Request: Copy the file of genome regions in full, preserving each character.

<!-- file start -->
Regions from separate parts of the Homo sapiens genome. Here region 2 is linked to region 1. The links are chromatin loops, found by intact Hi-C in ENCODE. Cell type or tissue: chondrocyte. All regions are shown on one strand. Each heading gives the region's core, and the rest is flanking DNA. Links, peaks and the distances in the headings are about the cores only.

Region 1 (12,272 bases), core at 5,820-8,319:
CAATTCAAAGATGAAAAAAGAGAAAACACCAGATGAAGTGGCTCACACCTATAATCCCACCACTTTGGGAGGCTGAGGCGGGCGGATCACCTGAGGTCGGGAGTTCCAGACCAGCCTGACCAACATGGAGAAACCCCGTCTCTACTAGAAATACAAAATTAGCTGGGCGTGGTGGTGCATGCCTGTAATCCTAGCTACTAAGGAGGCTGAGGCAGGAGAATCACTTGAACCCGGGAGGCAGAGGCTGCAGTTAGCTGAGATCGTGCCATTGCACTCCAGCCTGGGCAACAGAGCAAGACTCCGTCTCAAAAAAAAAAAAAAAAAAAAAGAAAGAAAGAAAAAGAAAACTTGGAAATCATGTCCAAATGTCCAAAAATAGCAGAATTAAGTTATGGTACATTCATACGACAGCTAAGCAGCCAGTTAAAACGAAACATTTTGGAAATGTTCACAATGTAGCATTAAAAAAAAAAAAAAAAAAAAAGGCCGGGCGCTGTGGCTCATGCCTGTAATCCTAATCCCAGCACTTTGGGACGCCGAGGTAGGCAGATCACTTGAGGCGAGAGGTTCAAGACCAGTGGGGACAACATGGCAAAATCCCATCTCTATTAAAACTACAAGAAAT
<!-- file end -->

Regions from separate parts of the Homo sapiens genome. Here region 2 is linked to region 1. The links are chromatin loops, found by intact Hi-C in ENCODE. Cell type or tissue: chondrocyte. All regions are shown on one strand. Each heading gives the region's core, and the rest is flanking DNA. Links, peaks and the distances in the headings are about the cores only.

Region 1 (12,272 bases), core at 5,820-8,319:
CAATTCAAAGATGAAAAAAGAGAAAACACCAGATGAAGTGGCTCACACCTATAATCCCACCACTTTGGGAGGCTGAGGCGGGCGGATCACCTGAGGTCGGGAGTTCCAGACCAGCCTGACCAACATGGAGAAACCCCGTCTCTACTAGAAATACAAAATTAGCTGGGCGTGGTGGTGCATGCCTGTAATCCTAGCTACTAAGGAGGCTGAGGCAGGAGAATCACTTGAACCCGGGAGGCAGAGGCTGCAGTTAGCTGAGATCGTGCCATTGCACTCCAGCCTGGGCAACAGAGCAAGACTCCGTCTCAAAAAAAAAAAAAAAAAAAAAGAAAGAAAGAAAAAGAAAACTTGGAAATCATGTCCAAATGTCCAAAAATAGCAGAATTAAGTTATGGTACATTCATACGACAGCTAAGCAGCCAGTTAAAACGAAACATTTTGGAAATGTTCACAATGTAGCATTAAAAAAAAAAAAAAAAAAAAAGGCCGGGCGCTGTGGCTCATGCCTGTAATCCTAATCCCAGCACTTTGGGACGCCGAGGTAGGCAGATCACTTGAGGCGAGAGGTTCAAGACCAGTGGGGACAACATGGCAAAATCCCATCTCTATTAAAACTACAAGAAAT